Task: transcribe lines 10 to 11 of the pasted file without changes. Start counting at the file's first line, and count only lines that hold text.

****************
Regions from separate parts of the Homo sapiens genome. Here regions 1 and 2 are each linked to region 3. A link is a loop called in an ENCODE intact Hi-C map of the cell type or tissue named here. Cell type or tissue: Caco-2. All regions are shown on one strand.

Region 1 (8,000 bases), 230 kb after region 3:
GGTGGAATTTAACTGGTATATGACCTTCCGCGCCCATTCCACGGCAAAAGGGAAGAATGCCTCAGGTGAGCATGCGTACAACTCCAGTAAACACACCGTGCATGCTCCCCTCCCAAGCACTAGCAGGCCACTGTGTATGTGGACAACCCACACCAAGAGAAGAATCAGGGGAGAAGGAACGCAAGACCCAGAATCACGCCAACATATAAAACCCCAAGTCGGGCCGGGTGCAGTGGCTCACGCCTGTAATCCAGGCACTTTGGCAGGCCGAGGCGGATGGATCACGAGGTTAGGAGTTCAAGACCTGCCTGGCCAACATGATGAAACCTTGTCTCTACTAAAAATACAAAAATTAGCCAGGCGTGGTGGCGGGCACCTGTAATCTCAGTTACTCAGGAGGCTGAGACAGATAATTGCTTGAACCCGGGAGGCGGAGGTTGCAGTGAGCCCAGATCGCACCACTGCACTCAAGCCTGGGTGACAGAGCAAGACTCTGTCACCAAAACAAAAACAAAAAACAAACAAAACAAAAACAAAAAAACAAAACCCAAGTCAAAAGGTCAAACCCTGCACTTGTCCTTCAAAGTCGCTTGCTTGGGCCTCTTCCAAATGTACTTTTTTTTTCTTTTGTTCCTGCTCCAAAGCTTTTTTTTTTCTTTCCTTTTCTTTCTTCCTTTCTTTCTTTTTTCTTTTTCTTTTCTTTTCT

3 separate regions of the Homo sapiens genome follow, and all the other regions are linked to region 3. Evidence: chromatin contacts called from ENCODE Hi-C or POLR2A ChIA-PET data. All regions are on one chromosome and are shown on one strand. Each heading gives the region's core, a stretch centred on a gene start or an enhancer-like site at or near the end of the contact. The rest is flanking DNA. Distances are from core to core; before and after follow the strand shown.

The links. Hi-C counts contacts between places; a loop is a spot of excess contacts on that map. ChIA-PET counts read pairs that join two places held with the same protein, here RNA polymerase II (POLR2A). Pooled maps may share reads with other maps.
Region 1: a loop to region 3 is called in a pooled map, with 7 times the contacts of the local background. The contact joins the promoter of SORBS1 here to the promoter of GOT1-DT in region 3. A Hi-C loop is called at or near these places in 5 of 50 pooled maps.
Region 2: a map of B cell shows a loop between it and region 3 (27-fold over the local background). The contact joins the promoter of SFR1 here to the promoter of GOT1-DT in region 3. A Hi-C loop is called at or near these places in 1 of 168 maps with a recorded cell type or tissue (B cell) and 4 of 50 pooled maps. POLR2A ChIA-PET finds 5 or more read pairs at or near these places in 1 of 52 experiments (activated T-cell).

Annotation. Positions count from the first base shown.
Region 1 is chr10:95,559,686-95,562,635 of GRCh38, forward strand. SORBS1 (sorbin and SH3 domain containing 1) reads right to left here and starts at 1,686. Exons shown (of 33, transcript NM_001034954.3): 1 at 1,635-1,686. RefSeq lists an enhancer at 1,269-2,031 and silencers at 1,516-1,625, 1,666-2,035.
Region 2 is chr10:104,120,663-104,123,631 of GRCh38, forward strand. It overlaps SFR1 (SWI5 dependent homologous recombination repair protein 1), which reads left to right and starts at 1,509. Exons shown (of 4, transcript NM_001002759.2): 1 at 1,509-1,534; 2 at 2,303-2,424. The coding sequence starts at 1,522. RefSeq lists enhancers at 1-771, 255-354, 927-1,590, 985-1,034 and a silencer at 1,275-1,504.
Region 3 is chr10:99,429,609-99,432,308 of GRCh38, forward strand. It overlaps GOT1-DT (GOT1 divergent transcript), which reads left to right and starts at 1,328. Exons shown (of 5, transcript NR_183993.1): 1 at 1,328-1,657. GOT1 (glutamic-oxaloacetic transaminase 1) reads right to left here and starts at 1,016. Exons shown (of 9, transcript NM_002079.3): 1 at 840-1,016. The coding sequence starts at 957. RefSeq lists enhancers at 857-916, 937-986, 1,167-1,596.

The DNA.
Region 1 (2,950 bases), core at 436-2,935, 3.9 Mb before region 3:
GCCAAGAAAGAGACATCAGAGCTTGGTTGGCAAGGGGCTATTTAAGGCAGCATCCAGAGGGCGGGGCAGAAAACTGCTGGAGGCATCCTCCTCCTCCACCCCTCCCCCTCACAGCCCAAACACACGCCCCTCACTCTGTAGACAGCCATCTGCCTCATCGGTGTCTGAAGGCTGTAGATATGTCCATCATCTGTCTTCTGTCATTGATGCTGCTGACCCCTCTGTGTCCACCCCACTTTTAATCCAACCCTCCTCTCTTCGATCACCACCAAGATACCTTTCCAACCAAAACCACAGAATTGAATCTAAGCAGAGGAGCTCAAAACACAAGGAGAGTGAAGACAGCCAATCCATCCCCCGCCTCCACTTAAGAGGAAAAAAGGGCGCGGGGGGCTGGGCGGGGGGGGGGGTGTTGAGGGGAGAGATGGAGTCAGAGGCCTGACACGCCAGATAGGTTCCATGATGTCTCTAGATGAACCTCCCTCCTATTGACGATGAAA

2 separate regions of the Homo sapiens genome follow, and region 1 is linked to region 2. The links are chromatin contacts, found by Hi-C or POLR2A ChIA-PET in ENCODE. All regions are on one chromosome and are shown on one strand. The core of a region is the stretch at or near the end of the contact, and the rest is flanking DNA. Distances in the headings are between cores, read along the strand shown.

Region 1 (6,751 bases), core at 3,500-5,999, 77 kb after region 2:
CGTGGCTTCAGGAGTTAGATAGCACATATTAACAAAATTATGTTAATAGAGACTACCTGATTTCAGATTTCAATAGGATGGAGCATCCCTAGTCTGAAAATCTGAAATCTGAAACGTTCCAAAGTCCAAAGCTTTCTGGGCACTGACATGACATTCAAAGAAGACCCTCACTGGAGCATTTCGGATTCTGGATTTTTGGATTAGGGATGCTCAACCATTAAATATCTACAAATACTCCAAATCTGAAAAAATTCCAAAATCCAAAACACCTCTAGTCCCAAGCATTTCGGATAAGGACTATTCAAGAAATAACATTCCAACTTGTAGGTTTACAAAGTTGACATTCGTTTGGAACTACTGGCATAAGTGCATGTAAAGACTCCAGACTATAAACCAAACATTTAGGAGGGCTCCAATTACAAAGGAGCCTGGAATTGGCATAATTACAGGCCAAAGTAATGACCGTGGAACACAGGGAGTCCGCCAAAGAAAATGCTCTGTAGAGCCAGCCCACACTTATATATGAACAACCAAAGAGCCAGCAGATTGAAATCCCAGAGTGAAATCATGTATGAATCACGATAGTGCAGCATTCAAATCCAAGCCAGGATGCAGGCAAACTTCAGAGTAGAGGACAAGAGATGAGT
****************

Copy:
Region 2 is chr10:104,120,663-104,123,631 of GRCh38, forward strand. It overlaps SFR1 (SWI5 dependent homologous recombination repair protein 1), which reads left to right and starts at 1,509. Exons shown (of 4, transcript NM_001002759.2): 1 at 1,509-1,534; 2 at 2,303-2,424. The coding sequence starts at 1,522. RefSeq lists enhancers at 1-771, 255-354, 927-1,590, 985-1,034 and a silencer at 1,275-1,504.
Region 3 is chr10:99,429,609-99,432,308 of GRCh38, forward strand. It overlaps GOT1-DT (GOT1 divergent transcript), which reads left to right and starts at 1,328. Exons shown (of 5, transcript NR_183993.1): 1 at 1,328-1,657. GOT1 (glutamic-oxaloacetic transaminase 1) reads right to left here and starts at 1,016. Exons shown (of 9, transcript NM_002079.3): 1 at 840-1,016. The coding sequence starts at 957. RefSeq lists enhancers at 857-916, 937-986, 1,167-1,596.